This page provides an alphabetical listing of some of the basic hiking, backpacking, mountaineering, camping, and archaeological terms that one might encounter while preparing for an adventure in canyon country. The definitions on these pages are meant only as a beginning, a point from which to get familiar as quickly as possible with the jargon of the trail. Please do not consider these explanations as definitive nor comprehensive. There are outside resources listed and linked for more in-depth definitions.
Basaltic lave of low viscosity so that it flows easily and smoothly. Solidified flows are characterized by smooth, ropey, undulating surfaces.
Rock art relating to early cultures.
(More than 10,000 years ago to 6500 B.C.)
Small nomadic bands moved over large areas gathering wild plants and hunting big game, including mammoth and large bison, with stone spear points.
Referring to the early Stone Age, about 8,000 to 15,000 years ago.
The study of fossils.
A portion of a rock, usually flat, displaying either a single rock art image or an array of symbols.
A plant or animal deriving its nutrition from another organism.
Toasted; cooked quickly in a dry pan or open flame until browned.
Also known as desert varnish. A dark surface formed very slowly by weathering and microbial/chemical alterations.
An eroded bedrock surface that slopes away from the base of mountains in arid regions and is thinly or discontinuously covered by alluvium.
A mixture of shredded, dried meat and dried berries with an equal amount of beef fat. Seeds or meal may be included.
Lasting throughout the year (as in a stream).
A handheld stone used to grind food or other materials in a mortar hole.
Fossilized wood, formed when wood is buried and replaced by an equal volume of mineral matter.
Petroglyphs are a form of ancient rock art that was carved, pecked, or chiseled into the rock. Usually the markings are made in the veneer of dark rock varnish on the face of lighter-colored rock for good contrast.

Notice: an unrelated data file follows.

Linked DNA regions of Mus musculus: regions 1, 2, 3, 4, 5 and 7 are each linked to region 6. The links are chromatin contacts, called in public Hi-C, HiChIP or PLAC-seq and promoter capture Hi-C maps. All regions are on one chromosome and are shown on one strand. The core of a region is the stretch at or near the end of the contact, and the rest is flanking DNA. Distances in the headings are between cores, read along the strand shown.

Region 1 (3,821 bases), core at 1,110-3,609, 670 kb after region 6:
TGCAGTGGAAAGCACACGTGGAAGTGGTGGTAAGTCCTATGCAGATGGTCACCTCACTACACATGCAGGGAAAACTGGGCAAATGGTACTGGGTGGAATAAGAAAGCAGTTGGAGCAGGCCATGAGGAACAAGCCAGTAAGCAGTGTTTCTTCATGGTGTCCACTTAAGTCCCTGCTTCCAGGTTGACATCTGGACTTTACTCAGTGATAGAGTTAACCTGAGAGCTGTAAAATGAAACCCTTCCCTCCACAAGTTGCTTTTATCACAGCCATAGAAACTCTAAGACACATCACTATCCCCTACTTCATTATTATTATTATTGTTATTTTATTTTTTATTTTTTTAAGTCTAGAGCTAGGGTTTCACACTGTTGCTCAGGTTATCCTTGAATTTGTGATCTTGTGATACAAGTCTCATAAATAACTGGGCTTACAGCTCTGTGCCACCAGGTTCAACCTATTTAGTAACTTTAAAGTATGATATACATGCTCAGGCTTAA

The study of rocks.
Rare rock art figures that are both pecked and painted.
A system of writing that uses symbols based on simple pictures of objects instead of letters.
Pictographs are a form of ancient rock art that was painted on the surface of rock with natural pigments.
Fleece, used in summer sleeping bags.
A lava flow that has rounded or tube-like masses making up its surface as a result of having occurred underwater where each emerging surge of lava was rapidly cooled to create the distinct shapes.
Usually refers to meal made from the seeds of wild plants; the meal often being a mixture of seeds.
A vertical, cylindrical mass of igneous rock.
One of the oldest styles of rock art, typified by rows of .5 to .75 inch pits and long, .5 inch wide grooves deeply pecked, or ground, into the rocks, sometimes as deeply as .5 inch.
A climbing term describing the vertical distance between segments of the climb.
The soft, spongy, usually white tissue found in the center of a stem, leaf stalk, or root.
A room built partially underground and entered through a hole in the roof or by an entry room that slopes to the surface.
A deposit of heavy mineral particles (e.g., gold) that have weathered out of the bedrock and been concentrated mechanically, usually by the action of streams.
The lower part of a tortoise or turtle shell.
A relatively elevated area of comparatively flat land which is commonly limited on at least one side by an abrupt descent to lower land. Sometimes called a table or tableland. See also Mesa.
A large, flat-surfaced nest built of sticks and similar material.
The flat, vegetation-free, lowermost area of a desert basin, where water gathers after a rain and evaporates. See also alkali flat.
A shallow, intermittent lake in an arid or semiarid region, covering or occupying a playa in the wet season but drying up in summer; an ephemeral lake that upon evaporation leaves a playa.